You can find a description of how computations work on an optical quantum computer here!
The data-embedding process is one of the bottlenecks of quantum ML. Indeed, classical data cannot be loaded as it is into a quantum chip — it should be encoded somehow into a quantum state. If the encoding process is too costly, it could potentially slow down the overall computation enough to negate any quantum speedups. Considering this, more effective data-encoding strategies are necessary.
Photonic quantum computers have the unique advantage of being able to store information in a more efficient space than that of other hardwares. A space is a very general mathematical concept, which in this case simply refers to the structure of our data. You can imagine our quantum states as living in a certain space.
With photonic devices we can store our information in the Fock space instead of the Hilbert space used for other quantum processing units.
The diagram below outlines the difference between storing information in the Hilbert space compared to the Fock space. In the Hilbert space, each qubit is represented as its own mode, you can imagine the modes as the houses the data lives in. This means that every qubit lives in its own matrix in Hilbert space. Whereas in the Fock space, it’s a much more communal setup, where the photons can live together, and we can count the number of indistinguishable particles in each mode.
In this diagram, we can see the Hilbert and Fock space representation of the same state. The Hilbert space has a mode for each particle, but the Fock space counts the particles in each mode, it is in the state |2,2> which means we have two photons in the first mode and two in the second.
In the Hilbert space, each additional photon doubles our possible combinations, leading to a scaling of 2𝑛 where n is the number of photons. This follows from the fact that in our Hilbert space description of qubits, we take each qubit as a 2-level system, meaning each qubit adds 2 new degrees of freedom.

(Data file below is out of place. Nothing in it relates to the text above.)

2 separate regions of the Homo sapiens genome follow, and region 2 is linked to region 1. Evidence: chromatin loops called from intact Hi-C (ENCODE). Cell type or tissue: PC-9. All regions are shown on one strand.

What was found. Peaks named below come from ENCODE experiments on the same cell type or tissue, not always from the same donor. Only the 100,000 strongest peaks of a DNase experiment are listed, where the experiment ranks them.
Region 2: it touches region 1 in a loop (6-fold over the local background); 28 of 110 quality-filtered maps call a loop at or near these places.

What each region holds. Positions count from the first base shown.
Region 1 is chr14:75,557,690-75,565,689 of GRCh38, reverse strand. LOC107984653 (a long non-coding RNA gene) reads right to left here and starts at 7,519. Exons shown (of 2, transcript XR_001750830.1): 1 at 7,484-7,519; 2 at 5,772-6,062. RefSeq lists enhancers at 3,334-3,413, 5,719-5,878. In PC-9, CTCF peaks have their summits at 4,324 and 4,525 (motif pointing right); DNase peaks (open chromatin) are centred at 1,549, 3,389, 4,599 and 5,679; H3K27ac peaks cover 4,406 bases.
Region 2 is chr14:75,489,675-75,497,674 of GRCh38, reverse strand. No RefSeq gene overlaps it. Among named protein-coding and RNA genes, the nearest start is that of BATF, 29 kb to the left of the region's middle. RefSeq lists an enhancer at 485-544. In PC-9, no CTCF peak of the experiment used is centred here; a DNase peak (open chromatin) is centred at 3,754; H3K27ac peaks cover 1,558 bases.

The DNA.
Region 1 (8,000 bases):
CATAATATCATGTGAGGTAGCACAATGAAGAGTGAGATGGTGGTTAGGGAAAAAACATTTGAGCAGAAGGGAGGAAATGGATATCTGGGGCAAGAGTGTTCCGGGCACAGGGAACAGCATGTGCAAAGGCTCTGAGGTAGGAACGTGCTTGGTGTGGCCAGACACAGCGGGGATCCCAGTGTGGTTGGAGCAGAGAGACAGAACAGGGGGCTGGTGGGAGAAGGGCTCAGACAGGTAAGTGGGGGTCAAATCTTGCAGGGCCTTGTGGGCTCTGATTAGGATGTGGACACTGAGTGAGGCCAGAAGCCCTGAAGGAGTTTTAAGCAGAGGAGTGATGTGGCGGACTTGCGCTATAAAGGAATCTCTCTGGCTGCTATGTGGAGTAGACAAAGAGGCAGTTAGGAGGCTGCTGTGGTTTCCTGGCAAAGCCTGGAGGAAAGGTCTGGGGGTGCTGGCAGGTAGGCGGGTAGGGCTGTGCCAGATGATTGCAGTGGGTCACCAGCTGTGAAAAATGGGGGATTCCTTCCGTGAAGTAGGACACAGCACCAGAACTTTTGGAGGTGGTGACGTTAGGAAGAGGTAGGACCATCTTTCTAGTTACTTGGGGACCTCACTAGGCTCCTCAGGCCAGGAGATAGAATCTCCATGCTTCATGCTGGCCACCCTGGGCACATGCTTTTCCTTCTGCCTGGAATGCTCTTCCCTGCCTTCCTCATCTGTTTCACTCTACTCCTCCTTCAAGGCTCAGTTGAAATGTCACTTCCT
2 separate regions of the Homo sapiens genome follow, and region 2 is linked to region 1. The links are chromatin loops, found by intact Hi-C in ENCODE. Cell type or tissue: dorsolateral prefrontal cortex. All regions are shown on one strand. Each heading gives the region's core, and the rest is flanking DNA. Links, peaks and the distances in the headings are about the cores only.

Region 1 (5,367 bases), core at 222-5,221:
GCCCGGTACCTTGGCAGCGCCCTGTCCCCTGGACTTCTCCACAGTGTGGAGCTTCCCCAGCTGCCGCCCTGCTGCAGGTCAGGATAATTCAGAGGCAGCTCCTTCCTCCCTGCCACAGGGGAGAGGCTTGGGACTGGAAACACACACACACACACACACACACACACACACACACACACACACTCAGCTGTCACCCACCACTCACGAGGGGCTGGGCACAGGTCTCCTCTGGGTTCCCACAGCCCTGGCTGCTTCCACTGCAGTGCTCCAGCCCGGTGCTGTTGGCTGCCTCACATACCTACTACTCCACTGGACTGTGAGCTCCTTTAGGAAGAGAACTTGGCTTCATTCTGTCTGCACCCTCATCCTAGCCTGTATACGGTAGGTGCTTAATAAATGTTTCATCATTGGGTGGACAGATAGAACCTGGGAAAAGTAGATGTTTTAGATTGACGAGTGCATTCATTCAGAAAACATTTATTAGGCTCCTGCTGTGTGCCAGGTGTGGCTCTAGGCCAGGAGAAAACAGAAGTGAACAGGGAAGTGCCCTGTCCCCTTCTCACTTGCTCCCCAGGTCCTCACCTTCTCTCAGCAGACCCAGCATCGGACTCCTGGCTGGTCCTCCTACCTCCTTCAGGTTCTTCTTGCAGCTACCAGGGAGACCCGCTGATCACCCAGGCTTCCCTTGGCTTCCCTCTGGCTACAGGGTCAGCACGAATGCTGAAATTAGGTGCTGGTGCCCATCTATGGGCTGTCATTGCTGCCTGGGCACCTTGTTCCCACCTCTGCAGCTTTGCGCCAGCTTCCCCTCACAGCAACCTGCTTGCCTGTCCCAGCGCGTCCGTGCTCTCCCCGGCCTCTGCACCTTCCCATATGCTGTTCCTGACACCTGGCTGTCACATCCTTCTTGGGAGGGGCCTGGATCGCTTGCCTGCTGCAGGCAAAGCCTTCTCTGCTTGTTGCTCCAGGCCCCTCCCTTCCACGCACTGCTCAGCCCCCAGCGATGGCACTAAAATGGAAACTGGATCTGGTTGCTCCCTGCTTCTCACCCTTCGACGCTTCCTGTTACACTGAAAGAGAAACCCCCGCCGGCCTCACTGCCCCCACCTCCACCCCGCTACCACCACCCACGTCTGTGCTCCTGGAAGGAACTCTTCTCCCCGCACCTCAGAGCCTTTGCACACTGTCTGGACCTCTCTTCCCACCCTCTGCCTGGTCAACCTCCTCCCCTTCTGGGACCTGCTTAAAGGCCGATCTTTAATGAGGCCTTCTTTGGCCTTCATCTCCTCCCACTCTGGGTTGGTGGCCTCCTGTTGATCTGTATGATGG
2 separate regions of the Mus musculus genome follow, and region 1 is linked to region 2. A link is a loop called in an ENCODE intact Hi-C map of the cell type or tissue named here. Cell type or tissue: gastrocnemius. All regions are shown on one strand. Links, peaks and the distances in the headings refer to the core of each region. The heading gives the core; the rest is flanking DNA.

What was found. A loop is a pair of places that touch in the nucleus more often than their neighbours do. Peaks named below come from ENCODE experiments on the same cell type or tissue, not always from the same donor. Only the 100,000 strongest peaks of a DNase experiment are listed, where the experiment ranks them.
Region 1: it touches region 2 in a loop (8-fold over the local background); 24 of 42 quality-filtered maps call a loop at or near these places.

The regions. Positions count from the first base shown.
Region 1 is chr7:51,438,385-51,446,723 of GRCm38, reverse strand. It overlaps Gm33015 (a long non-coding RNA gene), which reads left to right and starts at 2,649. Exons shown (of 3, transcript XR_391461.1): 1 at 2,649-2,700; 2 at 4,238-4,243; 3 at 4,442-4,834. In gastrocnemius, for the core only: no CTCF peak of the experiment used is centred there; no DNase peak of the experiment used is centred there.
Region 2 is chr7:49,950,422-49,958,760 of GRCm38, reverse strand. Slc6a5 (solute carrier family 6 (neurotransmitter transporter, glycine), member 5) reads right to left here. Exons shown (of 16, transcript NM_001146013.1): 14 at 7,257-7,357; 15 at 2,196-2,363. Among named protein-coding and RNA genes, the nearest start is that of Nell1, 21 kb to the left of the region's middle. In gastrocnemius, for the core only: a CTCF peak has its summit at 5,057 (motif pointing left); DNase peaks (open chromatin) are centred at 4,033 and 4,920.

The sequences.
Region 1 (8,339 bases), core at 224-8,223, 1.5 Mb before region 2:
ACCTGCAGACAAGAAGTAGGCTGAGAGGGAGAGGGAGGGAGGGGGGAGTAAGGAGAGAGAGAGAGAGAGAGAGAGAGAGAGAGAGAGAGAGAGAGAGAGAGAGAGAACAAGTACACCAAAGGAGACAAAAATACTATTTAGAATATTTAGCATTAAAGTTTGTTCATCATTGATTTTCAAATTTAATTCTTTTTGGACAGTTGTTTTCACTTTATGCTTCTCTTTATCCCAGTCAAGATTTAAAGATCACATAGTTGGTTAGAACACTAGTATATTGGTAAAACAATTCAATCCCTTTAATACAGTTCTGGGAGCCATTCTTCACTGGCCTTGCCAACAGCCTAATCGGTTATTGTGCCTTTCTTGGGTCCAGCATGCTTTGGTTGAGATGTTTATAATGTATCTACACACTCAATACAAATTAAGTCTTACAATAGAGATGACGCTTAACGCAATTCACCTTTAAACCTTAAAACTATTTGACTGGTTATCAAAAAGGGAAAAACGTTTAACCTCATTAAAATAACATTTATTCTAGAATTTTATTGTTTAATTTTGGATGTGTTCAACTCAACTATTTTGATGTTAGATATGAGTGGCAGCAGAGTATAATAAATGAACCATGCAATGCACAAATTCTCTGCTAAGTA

The limiting aspect of the Hilbert space qubit representation of quantum data is that it is only ever useful to model our qubits as a 2-level system, despite the number of available modes.
In the Fock space, our available combinations scale by a binomial factor of:
n is the number of photons and m is the number of modes.
It may not be immediately obvious why this is the case, so let’s examine the situation when we have 4 photons and 3 modes to distribute them between in Fock Space:
So in this case (n=4, m=3), We have 4 photons to be distributed among 3 modes. This problem now has the form of the famous stars and bars theorem.
We can imagine that we have 4 indistinguishable balls that must be placed in 3 bins, and we must count all possible combinations. If we count the possibilities, we end up with
The stars and bars theorem states that this relationship always scales as a binomial coefficient. However, in experimental reality, it is not always possible to access every state in the Fock space. This is because we cannot always measure multiple photons in a single mode with perfect accuracy. This is an active area of research.
This scaling advantage for encoding our data into the photonic Fock space is shown for when the number of modes is twice the number of photons (m = 2n), in the following graph: